Even if you are nervous or anxious about the side-effects of social media, try to stay open to hearing why your students want to be on social media and help them find the positive use for their time 

Sample images of Report Comment and Restrict user screen shots (Instagram blog)
Sample images of Report Comment and Restrict user screen shots (Instagram blog)

What students & parents need to know

How Instagram can help or hurt a student’s future

  • A student’s resume and application highlight their accomplishments and skills
  • Instagram can be a great way to support a student’s resume or application, or it can be a diversion from being an exceptional candidate
  • Photos and videos on Instagram quickly show the college admission officers or future employers what their hobbies are, who their friends are, and what they do in their free time
  • If an admission officer or hiring manager can’t quickly find your student’s account (e.g. their account is private or they use a fake name), then they may  find someone else with a similar name who may not use social media with a positive purpose
  • When you embrace Instagram as an extension of your student’s resume remind students to only post content that builds their personal brand (Check out the SmartSocial Student Branding Academy for help with these steps to create your personal brand online)

The positive side of Instagram and how it can be used by students as an extension of their resume

  • Instagram isn’t all bad, in fact, when used correctly, Instagram can drastically improve a student’s search results and digital footprint. Students want to be on Instagram which makes it a fun place for them to learn how to create a personal brand that helps them shine online.
  • By grades 6th-8th, students may be planning for their future and creating a private portfolio of accomplishments to one day share online 
  • By Grades 9-12, they could make their portfolio public to create their positive digital footprint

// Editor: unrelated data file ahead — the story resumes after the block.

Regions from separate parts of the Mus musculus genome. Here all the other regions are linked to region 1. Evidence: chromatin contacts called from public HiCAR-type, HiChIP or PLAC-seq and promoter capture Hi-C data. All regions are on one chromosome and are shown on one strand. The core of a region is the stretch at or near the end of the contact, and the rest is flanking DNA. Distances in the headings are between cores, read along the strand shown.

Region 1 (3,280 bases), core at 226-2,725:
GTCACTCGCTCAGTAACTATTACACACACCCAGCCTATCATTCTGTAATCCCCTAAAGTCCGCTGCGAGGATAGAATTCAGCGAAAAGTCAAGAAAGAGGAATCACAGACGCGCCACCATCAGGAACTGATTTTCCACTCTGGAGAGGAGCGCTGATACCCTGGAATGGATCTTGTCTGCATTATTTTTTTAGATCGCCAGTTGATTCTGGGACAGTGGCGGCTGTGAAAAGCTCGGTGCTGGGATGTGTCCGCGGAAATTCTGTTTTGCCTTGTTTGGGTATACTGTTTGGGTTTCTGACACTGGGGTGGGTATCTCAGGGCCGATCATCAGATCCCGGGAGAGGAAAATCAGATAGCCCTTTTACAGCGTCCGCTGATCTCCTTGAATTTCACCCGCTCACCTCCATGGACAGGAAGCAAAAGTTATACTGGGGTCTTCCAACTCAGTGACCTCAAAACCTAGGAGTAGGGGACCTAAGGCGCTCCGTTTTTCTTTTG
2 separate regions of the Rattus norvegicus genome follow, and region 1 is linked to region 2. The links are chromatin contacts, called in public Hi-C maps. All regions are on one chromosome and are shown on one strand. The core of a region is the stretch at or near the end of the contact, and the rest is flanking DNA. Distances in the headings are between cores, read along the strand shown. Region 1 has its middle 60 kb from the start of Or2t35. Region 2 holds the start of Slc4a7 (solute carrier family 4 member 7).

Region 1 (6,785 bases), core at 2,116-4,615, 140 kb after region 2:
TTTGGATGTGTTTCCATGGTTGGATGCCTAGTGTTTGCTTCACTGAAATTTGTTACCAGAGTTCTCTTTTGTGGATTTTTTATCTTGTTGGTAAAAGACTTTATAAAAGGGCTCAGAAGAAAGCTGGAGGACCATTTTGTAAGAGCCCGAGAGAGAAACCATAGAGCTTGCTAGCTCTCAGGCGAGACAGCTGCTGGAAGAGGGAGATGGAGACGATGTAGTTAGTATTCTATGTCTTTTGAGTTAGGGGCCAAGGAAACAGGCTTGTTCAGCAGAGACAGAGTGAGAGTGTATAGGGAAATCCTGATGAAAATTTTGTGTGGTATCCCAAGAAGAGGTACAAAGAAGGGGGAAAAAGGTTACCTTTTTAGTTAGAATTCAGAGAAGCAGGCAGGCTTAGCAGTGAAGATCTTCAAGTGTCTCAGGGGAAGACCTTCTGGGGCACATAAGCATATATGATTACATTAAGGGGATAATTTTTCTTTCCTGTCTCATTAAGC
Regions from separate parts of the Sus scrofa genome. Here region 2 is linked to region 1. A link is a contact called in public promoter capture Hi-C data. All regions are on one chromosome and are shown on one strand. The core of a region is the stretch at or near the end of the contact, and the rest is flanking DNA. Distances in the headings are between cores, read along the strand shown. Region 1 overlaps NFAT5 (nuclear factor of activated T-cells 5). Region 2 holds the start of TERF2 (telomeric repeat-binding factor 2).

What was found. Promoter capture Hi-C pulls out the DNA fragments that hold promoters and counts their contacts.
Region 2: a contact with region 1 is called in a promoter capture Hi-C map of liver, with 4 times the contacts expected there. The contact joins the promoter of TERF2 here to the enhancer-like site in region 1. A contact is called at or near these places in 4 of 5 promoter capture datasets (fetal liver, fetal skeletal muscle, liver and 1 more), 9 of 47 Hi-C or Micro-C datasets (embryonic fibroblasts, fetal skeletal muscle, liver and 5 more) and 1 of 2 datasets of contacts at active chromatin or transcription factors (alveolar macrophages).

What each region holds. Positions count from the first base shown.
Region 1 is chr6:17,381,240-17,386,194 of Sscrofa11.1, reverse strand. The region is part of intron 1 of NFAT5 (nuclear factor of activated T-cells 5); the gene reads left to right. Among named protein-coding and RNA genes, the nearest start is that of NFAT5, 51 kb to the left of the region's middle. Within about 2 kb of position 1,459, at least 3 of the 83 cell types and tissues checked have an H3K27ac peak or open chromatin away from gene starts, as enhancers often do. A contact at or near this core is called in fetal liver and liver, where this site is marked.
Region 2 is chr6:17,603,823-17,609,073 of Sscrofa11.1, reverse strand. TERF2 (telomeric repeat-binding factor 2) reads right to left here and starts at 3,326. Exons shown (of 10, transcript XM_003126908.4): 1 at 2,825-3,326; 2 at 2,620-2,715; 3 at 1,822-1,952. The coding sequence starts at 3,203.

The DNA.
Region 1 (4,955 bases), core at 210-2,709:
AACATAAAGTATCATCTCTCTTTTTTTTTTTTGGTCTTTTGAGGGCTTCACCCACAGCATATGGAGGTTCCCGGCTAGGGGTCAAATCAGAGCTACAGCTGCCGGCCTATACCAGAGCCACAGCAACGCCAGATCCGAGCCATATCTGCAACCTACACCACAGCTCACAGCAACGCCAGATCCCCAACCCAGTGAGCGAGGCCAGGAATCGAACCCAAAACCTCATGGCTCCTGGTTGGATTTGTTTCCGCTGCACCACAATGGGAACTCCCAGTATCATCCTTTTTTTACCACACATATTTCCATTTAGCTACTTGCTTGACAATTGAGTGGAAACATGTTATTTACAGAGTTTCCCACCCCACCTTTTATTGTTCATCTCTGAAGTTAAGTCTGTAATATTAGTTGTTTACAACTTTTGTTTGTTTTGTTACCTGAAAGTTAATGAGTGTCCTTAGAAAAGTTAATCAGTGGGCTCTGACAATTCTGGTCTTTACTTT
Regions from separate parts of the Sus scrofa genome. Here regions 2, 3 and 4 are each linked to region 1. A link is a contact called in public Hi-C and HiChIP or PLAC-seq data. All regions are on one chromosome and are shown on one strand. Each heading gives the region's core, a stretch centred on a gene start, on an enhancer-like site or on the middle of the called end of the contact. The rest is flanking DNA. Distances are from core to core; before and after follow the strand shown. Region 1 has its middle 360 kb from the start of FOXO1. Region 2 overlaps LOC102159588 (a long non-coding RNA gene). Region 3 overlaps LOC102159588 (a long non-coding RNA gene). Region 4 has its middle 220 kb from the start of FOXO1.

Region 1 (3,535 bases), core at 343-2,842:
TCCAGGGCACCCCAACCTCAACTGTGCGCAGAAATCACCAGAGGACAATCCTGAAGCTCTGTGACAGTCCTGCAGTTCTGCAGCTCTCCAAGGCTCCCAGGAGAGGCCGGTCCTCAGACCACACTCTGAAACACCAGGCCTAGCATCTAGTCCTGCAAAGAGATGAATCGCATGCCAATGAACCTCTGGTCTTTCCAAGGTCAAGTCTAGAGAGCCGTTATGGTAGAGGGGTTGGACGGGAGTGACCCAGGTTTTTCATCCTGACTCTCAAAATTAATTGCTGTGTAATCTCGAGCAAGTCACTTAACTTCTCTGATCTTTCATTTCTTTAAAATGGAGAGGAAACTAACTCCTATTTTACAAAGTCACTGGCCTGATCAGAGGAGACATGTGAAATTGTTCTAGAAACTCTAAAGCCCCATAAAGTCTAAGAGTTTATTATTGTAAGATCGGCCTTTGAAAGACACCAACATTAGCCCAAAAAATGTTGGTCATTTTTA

Student training video

What we're covering in this video:

Examples from news clips around the world with real-life examples of how Instagram can be dangerous

What we're covering in this video:

  • How to brand your Instagram to have fun and Shine Online
  • How to set up your bio and photo
  • Where to link to in your bio
  • Tell a story with your highlights/stories
  • Tell a story with your images/videos
  • Tell a story with your guides
  • How to hide likes, block people, report bad content, and reduce spam
  • How to archive images/videos
  • When to publicize your account to Shine Online for discovery by Google

Parent & student training video

What we're covering in this video:

  • How to brand your Instagram to have fun and Shine Online
  • How to set up your bio and photo
  • Where to link to in your bio
  • Tell a story with your highlights/stories
  • Tell a story with your images/videos
  • Tell a story with your guides
  • How to hide likes, block people, report bad content, and reduce spam
  • How to archive images/videos
  • When to publicize your account to Shine Online for discovery by Google

More Instagram resources

Instagram App: Everything parents need to know

How the "React" feature reduces bullying

Conclusion

Instagram can have a positive impact on your student’s digital footprint, as long as they are using it responsibly. Parents should have conversations with their students about appropriate behavior in the app and monitor their student’s Instagram accounts, and who they are in direct communication with.